Alinghi won the America's Cup to become the first European team to defend sailing's most prestigious prize.
Alinghi fans celebrate their team's win in Valencia
The Swiss syndicate beat Team New Zealand in a nail-biting seventh race to seal the best-of-nine series 5-2.
Alinghi finished two seconds ahead of the Kiwis after SUI 100's sail fell off and left them at a standstill.
NZL 92 took advantage but had to perform a penalty turn before the finish after encroaching on Alinghi's run-up for the third mark.
The Kiwis performed the double-tack manoeuvre impeccably but by the time they had finished, Alinghi had regained enough speed to just edge their bow ahead for a thrilling win.
Tuesday's race was a heart-stopping end to the best-of-nine series with the boats hardly more than a boat length apart for most of the race.
The turning point came at the top of the second upwind leg when Team New Zealand got enough advantage to 'dial down', turning downwind and attacking Alinghi nose on.
The crew, the designers and the shore team have done an incredible job throughout the series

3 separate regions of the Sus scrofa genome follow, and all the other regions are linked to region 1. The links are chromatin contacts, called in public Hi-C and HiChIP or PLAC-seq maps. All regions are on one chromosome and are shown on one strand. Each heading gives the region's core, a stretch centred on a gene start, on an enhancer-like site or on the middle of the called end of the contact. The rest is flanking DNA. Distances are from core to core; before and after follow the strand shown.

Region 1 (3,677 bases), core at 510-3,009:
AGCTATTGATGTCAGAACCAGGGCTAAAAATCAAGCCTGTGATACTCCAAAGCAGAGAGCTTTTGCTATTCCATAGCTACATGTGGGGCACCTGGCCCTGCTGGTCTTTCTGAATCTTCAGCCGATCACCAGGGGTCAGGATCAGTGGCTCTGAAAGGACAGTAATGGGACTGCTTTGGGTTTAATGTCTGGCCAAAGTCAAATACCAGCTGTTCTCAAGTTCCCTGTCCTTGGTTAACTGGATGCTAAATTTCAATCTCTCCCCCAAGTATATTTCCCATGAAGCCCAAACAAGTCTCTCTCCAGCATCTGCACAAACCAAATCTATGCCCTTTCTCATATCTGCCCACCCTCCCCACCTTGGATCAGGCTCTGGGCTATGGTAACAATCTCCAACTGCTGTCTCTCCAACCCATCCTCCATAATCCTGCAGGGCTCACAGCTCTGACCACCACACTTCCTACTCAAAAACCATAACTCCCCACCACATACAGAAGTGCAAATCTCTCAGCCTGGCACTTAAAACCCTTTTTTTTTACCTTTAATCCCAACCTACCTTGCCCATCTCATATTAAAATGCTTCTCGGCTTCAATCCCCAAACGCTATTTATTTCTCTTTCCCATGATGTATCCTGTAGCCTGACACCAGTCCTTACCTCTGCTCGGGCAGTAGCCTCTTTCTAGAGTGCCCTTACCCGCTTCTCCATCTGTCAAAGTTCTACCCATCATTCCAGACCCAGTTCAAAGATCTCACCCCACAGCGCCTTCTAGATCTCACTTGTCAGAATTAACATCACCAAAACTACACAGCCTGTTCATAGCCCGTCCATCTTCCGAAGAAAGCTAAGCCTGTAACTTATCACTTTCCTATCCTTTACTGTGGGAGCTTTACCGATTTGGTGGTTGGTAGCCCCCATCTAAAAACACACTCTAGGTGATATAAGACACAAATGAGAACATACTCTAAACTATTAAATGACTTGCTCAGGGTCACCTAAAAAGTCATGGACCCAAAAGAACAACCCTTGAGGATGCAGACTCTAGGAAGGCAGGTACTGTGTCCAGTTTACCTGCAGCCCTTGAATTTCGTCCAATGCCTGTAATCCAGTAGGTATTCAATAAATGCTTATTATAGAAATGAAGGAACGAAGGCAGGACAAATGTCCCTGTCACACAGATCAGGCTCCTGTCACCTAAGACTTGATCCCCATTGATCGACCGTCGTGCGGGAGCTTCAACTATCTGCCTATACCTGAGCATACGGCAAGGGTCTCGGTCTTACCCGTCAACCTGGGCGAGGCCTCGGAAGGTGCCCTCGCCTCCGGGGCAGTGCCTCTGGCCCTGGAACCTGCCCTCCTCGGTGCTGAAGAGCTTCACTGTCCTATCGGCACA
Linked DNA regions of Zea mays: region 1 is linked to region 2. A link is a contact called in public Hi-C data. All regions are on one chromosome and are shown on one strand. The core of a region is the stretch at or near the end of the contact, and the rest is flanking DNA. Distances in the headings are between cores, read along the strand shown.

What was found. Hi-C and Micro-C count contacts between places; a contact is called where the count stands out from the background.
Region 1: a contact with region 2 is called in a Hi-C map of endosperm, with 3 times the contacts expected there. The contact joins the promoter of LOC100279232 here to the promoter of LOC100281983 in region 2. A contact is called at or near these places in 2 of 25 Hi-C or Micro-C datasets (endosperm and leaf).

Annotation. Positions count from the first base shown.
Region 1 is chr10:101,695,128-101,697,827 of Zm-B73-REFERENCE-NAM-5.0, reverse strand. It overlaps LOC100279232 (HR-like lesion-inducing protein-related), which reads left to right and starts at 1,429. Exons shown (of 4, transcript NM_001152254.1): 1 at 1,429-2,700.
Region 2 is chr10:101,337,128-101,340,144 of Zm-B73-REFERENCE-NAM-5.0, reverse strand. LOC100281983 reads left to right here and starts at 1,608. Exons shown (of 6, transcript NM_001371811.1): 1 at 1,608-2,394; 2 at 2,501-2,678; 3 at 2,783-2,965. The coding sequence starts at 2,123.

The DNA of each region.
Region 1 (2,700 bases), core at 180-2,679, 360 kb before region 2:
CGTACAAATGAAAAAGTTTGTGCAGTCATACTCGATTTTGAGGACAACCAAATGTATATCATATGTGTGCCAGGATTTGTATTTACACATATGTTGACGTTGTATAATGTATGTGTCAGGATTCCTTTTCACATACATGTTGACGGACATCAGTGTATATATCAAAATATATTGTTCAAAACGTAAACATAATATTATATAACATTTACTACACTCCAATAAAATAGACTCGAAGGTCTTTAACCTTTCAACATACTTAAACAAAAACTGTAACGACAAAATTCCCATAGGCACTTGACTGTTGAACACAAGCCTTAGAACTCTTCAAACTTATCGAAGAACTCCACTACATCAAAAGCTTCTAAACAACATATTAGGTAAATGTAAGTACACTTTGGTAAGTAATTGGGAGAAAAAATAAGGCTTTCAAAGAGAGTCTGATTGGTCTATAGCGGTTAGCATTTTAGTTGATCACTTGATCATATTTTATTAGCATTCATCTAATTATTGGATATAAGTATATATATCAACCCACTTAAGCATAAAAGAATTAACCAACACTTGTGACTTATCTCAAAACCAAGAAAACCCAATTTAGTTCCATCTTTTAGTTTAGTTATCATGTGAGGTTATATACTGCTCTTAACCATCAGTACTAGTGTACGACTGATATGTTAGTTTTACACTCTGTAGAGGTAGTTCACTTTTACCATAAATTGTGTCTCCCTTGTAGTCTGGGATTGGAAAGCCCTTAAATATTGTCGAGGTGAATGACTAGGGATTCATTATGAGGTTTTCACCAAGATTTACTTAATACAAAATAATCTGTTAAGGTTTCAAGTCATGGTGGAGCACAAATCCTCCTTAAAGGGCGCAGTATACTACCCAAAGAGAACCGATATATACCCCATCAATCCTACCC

Alinghi skipper Brad Butterworth
Alinghi had to swerve to miss them and the umpires slapped New Zealand with a penalty.
Coming back downwind, Alinghi had more problems with their gybes and suddenly the pole that holds out the bottom corner of the spinnaker jumped off the mast, the kite went flying off and the 24-metre yacht came to a halt.
New Zealand swept past the stalled Swiss boat and did a double tack to pay their penalty.
Alinghi finally got a jib up and started chasing for the finish line, caught up with the Kiwis and just got ahead.
"This is a fantastic day for Alinghi, to win the America's Cup again after four years of hard work," said Alinghi tactician Brad Butterworth.
"The crew, the designers and the shore team have done an incredible job throughout the series, we have fought hard against a strong challenger and have won.
"A lot of people thought we wouldn't be able to do it, that we'd suffer for not being in the Louis Vuitton Cup, but this is down to our strength as a team."
"What a devastating way to lose," Grant Dalton, the Kiwis' managing director, said.
"We are crushed by this. We wanted to win so much, but hats off to Alinghi. They made the fewest mistakes and they won the Cup."
Alinghi join Team Dennis Conner and Team New Zealand as the only crews in Cup history to win as a Challenger and Defender.
Alinghi, who brought the Cup to Europe for the first time since its inception in 1851, now have the right to organise the next event where, when and how they want.